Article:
I imagined myself in those circumstances and was ashamed to admit I would have been a sheep. Alyson had really set an example with her behaviour, and it was a shame to see how others let their emotions (and the opinions of others) dictate their own.
While this was something I wanted to work on, my initial response to Miley’s comment was in regards to my ASD and how it dictates my thoughts and emotions, particularly towards making judgements about others. It made me wonder, can what is typically innate be changed?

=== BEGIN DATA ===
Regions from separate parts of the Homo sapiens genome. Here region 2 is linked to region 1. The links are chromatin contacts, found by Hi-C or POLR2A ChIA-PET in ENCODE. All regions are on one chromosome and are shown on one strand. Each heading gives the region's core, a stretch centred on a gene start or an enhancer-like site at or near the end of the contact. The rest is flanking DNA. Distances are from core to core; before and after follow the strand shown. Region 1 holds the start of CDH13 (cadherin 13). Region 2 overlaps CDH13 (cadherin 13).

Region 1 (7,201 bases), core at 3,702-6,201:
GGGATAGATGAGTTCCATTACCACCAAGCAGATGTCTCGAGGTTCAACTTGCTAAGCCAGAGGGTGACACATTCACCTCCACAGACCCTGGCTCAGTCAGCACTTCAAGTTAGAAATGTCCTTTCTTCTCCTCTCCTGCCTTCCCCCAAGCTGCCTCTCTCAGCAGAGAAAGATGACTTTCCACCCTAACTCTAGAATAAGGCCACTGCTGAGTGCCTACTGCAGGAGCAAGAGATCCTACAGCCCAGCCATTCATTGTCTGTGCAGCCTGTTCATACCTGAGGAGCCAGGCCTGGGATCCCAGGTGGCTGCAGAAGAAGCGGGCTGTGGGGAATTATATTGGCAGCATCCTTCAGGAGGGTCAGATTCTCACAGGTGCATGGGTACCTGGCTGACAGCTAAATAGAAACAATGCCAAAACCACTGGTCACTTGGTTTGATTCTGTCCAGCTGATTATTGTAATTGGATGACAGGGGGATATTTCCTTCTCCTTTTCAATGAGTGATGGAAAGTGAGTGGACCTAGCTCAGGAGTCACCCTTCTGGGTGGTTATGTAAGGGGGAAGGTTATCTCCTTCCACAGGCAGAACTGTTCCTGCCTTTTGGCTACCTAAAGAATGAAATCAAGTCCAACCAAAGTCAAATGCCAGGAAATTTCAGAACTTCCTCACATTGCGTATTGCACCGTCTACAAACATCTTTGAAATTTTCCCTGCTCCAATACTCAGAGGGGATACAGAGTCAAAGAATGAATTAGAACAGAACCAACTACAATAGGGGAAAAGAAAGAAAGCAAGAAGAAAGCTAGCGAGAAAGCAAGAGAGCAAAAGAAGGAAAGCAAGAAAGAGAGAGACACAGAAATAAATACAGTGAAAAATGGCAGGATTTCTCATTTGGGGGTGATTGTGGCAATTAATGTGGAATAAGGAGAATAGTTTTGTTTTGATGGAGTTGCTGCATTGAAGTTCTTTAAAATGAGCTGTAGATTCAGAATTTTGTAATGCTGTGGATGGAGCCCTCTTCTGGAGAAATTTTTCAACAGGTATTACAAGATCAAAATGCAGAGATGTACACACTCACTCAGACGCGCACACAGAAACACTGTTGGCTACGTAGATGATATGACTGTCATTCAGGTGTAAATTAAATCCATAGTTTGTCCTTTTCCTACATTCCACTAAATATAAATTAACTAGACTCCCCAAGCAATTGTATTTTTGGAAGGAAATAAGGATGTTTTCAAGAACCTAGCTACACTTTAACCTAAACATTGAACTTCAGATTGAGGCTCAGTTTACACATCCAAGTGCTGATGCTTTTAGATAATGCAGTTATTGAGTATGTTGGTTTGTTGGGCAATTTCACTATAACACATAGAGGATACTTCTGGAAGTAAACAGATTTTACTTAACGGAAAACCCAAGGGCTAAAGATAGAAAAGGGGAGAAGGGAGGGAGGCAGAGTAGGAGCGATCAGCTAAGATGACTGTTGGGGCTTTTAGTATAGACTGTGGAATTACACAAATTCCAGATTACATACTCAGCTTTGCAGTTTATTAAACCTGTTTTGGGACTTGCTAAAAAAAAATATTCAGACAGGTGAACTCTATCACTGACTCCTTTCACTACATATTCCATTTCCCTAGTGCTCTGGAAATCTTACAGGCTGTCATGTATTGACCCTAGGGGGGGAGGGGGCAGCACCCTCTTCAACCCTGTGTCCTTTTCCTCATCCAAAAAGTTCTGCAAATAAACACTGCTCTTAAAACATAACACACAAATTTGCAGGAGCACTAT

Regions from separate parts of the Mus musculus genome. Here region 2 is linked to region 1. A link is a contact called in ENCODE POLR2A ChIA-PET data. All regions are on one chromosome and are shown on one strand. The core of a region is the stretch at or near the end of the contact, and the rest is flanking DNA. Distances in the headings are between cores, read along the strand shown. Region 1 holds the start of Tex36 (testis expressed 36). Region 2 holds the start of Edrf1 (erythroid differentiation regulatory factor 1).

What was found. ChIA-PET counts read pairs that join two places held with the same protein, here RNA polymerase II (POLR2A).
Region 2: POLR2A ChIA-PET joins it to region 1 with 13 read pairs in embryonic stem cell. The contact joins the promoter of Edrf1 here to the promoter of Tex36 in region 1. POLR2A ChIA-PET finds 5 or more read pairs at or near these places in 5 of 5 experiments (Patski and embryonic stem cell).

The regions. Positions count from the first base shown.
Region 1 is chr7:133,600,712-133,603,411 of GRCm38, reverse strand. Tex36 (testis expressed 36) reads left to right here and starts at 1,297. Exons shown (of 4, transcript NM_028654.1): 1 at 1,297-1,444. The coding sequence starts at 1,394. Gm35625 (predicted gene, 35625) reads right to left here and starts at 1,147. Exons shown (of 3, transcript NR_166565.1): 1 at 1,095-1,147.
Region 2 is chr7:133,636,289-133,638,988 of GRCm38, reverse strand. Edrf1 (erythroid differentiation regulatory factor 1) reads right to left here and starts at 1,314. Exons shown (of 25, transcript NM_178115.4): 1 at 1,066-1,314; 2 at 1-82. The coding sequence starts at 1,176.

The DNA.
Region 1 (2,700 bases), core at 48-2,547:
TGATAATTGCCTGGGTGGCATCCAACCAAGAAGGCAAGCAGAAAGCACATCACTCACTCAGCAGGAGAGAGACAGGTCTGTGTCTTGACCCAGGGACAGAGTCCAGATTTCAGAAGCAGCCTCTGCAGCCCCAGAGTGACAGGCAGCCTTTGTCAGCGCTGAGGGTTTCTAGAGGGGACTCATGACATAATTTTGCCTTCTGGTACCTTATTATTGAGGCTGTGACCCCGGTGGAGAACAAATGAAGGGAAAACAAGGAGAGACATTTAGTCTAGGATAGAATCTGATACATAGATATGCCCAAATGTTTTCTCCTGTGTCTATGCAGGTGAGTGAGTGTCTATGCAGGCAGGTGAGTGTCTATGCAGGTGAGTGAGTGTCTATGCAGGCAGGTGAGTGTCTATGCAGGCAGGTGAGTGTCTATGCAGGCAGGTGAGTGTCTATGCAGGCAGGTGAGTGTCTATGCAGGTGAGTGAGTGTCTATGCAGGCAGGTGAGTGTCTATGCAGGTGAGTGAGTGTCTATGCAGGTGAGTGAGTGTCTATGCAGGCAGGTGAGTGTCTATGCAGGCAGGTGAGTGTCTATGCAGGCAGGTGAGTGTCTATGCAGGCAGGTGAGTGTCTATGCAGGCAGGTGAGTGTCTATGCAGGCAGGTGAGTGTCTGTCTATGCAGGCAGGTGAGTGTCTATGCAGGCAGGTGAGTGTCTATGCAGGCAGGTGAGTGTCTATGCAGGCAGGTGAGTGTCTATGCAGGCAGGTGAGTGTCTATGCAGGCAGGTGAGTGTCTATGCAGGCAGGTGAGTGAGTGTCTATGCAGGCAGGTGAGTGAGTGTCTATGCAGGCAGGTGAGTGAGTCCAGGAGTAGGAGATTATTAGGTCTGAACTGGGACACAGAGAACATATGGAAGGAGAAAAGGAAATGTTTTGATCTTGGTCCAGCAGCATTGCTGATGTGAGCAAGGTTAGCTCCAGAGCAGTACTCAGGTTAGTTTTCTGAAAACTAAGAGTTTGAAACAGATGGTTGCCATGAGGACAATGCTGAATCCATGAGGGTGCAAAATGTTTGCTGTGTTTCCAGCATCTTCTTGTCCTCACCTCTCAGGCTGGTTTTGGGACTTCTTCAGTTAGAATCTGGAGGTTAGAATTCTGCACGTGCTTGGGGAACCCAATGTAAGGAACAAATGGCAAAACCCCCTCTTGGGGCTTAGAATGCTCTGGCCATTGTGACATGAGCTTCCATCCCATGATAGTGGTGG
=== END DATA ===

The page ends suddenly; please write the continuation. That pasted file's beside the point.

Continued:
I’m guilty of making snap-judgements, and a lot of the time, due to the paranoia associated with my ASD, they’re completely wrong. But what’s weird about my opinions is that they’re not based on a person’s overall look, they’re based on a person’s facial expressions/structure–I know, it’s weird, try not to judge. For example, I might have a subconscious thought like, “Their face is stern, and their eyes hatefully narrow; they mustn’t be very nice”. Naturally, I know it’s ridiculous, but my brain runs with that initial idea and mutates it until a monster stands in its place. That monster inevitably becomes the innocent person I (typically) so wrongfully judged.